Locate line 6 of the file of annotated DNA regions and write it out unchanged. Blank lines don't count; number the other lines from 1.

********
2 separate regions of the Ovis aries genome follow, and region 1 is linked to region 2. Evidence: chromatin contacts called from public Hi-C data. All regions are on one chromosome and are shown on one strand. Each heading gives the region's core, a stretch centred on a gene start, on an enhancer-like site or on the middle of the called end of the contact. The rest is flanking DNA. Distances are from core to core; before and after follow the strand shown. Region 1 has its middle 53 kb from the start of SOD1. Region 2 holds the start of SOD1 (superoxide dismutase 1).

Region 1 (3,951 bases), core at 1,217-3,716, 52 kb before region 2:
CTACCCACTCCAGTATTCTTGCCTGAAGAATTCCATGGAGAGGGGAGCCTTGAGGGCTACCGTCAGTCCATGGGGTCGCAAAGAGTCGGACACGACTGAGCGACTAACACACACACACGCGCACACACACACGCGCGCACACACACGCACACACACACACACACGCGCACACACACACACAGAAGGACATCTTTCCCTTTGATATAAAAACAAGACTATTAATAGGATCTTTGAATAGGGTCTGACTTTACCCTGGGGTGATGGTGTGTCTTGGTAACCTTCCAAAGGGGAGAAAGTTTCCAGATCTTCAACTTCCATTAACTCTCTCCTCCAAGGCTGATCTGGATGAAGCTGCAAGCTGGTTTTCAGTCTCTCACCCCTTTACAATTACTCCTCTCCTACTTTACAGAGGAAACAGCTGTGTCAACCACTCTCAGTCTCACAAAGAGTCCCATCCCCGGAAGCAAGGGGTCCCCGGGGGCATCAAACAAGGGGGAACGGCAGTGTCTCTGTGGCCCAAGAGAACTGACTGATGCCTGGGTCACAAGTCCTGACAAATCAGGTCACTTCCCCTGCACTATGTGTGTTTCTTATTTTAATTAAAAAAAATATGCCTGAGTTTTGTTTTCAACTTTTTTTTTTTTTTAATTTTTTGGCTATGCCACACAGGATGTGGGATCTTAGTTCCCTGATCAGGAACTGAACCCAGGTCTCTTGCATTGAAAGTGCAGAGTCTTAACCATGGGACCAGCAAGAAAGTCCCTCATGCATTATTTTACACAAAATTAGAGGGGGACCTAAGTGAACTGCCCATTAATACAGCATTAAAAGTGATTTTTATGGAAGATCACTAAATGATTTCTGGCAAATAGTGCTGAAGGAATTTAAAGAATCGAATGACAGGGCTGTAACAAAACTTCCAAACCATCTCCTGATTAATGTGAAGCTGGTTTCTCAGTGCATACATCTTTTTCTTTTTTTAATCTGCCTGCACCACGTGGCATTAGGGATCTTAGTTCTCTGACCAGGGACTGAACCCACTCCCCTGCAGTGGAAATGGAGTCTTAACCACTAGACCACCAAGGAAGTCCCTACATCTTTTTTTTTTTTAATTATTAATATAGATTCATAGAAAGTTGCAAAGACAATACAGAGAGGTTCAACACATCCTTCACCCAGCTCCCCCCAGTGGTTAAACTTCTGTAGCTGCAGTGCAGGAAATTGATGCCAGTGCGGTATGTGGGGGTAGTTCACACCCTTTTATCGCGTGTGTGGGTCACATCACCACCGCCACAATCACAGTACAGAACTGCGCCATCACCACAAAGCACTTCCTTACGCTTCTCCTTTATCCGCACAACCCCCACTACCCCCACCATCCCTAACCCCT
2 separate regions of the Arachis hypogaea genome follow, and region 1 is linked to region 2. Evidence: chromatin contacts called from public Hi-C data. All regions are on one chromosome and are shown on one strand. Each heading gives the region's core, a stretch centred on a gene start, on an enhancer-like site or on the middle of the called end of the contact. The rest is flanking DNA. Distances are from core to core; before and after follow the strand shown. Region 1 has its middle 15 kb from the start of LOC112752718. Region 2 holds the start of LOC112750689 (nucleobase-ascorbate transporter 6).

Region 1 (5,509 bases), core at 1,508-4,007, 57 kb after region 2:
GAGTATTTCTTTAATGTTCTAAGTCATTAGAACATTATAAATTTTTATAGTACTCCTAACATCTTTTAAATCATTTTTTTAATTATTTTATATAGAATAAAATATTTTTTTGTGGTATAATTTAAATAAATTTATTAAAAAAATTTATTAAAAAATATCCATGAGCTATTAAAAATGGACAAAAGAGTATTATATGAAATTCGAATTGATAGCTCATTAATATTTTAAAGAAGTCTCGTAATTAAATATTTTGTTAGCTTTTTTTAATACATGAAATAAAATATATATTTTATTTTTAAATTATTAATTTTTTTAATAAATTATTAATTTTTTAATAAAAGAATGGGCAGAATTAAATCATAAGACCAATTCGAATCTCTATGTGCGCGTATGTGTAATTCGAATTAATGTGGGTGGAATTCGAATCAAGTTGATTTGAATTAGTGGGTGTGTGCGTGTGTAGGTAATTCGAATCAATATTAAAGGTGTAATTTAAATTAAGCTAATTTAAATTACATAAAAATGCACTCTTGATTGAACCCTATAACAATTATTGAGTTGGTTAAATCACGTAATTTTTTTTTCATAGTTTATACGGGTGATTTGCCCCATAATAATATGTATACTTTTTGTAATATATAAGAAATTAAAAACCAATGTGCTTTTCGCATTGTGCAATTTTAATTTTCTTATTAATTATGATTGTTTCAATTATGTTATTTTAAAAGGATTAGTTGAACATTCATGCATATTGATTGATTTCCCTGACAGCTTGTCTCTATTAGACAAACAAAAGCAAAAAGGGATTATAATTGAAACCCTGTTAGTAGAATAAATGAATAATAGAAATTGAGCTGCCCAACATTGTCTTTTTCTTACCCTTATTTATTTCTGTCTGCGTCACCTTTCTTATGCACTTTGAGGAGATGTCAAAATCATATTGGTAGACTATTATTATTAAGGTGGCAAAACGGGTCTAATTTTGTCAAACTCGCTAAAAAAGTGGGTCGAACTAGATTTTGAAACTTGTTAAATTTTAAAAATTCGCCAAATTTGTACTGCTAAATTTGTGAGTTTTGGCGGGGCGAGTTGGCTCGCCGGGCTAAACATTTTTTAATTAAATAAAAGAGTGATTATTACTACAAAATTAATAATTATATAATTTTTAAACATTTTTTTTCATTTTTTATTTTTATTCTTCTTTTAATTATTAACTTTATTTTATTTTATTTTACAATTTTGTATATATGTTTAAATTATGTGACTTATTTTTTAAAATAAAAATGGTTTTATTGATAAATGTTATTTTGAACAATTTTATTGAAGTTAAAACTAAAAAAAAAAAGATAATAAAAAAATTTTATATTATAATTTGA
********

GAGTATTTCTTTAATGTTCTAAGTCATTAGAACATTATAAATTTTTATAGTACTCCTAACATCTTTTAAATCATTTTTTTAATTATTTTATATAGAATAAAATATTTTTTTGTGGTATAATTTAAATAAATTTATTAAAAAAATTTATTAAAAAATATCCATGAGCTATTAAAAATGGACAAAAGAGTATTATATGAAATTCGAATTGATAGCTCATTAATATTTTAAAGAAGTCTCGTAATTAAATATTTTGTTAGCTTTTTTTAATACATGAAATAAAATATATATTTTATTTTTAAATTATTAATTTTTTTAATAAATTATTAATTTTTTAATAAAAGAATGGGCAGAATTAAATCATAAGACCAATTCGAATCTCTATGTGCGCGTATGTGTAATTCGAATTAATGTGGGTGGAATTCGAATCAAGTTGATTTGAATTAGTGGGTGTGTGCGTGTGTAGGTAATTCGAATCAATATTAAAGGTGTAATTTAAATTAAGCTAATTTAAATTACATAAAAATGCACTCTTGATTGAACCCTATAACAATTATTGAGTTGGTTAAATCACGTAATTTTTTTTTCATAGTTTATACGGGTGATTTGCCCCATAATAATATGTATACTTTTTGTAATATATAAGAAATTAAAAACCAATGTGCTTTTCGCATTGTGCAATTTTAATTTTCTTATTAATTATGATTGTTTCAATTATGTTATTTTAAAAGGATTAGTTGAACATTCATGCATATTGATTGATTTCCCTGACAGCTTGTCTCTATTAGACAAACAAAAGCAAAAAGGGATTATAATTGAAACCCTGTTAGTAGAATAAATGAATAATAGAAATTGAGCTGCCCAACATTGTCTTTTTCTTACCCTTATTTATTTCTGTCTGCGTCACCTTTCTTATGCACTTTGAGGAGATGTCAAAATCATATTGGTAGACTATTATTATTAAGGTGGCAAAACGGGTCTAATTTTGTCAAACTCGCTAAAAAAGTGGGTCGAACTAGATTTTGAAACTTGTTAAATTTTAAAAATTCGCCAAATTTGTACTGCTAAATTTGTGAGTTTTGGCGGGGCGAGTTGGCTCGCCGGGCTAAACATTTTTTAATTAAATAAAAGAGTGATTATTACTACAAAATTAATAATTATATAATTTTTAAACATTTTTTTTCATTTTTTATTTTTATTCTTCTTTTAATTATTAACTTTATTTTATTTTATTTTACAATTTTGTATATATGTTTAAATTATGTGACTTATTTTTTAAAATAAAAATGGTTTTATTGATAAATGTTATTTTGAACAATTTTATTGAAGTTAAAACTAAAAAAAAAAAGATAATAAAAAAATTTTATATTATAATTTGA